This game was played at Western Suburbs Wargame Association on 22nd September 2018.
If you’re going to play Napoleonic wargames with 6mm figures, sooner or later you’re going to end up playing the big one – Waterloo!
Rohan provided his beautifully painted figures and we used the Epic Waterloo scenario for Commands & Colours Napoleonic with four players. Bernard was the overall Allied commander and I took the Allied right flank around Hougoumont . Tony and Rohan shared the command of the French opposing us.
In the initial stages of the battle the French surged forward and on the right flank I lost Hougoumont and was pushed right back to my baseline while in the centre the Allies fell back behind their ridge line in the face of concentrated artillery fire. There was very little movement on our left flank which remained static for most of the battle.
With the Allies skulking behind the ridge in the centre, French cavalry pressed forward to take the ridge and gain the advantage of charging downhill onto the infantry behind it. On the right flank the French took a defensive stance around their newly capture objective.
The situation seemed grim for the Allies with the French approaching the number of banners they needed for a victory but a counter-attack along the length of the centre ridge finished off the over extended French cavalry. On my right flank a lone unit of Heavy Cavalry took out a couple of units in a single charge and Grenadier Guards successfully regained control of Hougoumont, destroying several French units in the process.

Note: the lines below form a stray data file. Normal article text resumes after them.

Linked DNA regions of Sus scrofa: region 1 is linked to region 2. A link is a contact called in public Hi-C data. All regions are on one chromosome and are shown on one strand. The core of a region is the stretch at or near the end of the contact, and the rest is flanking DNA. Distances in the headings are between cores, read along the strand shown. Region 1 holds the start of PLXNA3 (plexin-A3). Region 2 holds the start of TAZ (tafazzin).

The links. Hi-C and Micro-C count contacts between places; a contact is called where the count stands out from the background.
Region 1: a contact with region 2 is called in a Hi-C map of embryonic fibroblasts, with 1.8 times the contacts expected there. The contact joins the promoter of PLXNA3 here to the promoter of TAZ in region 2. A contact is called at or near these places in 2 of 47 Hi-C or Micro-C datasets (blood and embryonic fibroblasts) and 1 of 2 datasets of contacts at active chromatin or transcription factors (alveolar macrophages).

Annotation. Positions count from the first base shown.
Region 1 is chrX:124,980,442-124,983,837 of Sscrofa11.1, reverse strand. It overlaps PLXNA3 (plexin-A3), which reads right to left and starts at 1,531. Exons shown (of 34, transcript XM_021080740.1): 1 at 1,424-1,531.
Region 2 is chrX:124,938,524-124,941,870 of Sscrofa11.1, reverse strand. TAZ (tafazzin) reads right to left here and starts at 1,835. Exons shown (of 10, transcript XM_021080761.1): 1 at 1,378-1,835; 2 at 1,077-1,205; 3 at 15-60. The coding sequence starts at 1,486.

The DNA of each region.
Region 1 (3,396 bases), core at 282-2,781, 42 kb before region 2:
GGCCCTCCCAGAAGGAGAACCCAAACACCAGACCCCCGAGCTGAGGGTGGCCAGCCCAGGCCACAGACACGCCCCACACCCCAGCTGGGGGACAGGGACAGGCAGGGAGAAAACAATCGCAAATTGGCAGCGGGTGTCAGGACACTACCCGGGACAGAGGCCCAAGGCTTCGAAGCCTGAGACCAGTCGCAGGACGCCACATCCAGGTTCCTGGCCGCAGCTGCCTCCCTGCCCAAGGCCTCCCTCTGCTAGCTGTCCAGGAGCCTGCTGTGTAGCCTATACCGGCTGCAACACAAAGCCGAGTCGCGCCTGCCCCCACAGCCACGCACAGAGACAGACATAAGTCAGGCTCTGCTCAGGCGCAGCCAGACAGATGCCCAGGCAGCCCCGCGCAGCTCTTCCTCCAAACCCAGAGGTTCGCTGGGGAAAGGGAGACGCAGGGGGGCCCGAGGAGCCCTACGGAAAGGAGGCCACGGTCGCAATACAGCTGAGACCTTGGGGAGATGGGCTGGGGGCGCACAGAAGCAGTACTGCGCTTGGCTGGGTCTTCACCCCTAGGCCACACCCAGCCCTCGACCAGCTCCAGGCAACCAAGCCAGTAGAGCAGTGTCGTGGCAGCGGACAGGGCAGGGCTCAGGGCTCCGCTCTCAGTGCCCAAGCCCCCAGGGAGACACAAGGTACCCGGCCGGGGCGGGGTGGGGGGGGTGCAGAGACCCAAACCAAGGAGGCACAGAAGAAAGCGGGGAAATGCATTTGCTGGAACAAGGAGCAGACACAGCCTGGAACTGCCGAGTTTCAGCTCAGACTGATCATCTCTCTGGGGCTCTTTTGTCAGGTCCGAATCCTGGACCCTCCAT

The combination of the two counter-attacks allowed the Allies to snatch a narrow victory from a very precarious position.
The Epic Waterloo scenario has a mechanic where the British commander rolls a dice at the start of each turn and on any result except for a flag (i.e. a 5 in 6 chance) a tracker is increased and once it gets to 8, Prussian reinforcements arrive on the British left table edge. The law of averages would suggest the reinforcements might arrive around turn 10 but if only to prove that averages are just that, Bernard rolled seven flags in fourteen turns so the game was over before the reinforcements could arrive!
Commands & Colours is a wonderfully elegant and fast system which allows you to focus on the command decisions of a large battle without fussing over the minutia of positioning figures or working out complicated combat or morale test factors. I can’t think of any other set of rules that would give such a tense, entertaining and plausible game of a battle the size of Waterloo in less than three hours!
(Photos taken from the Allied perspective, map drawn from the French perspective)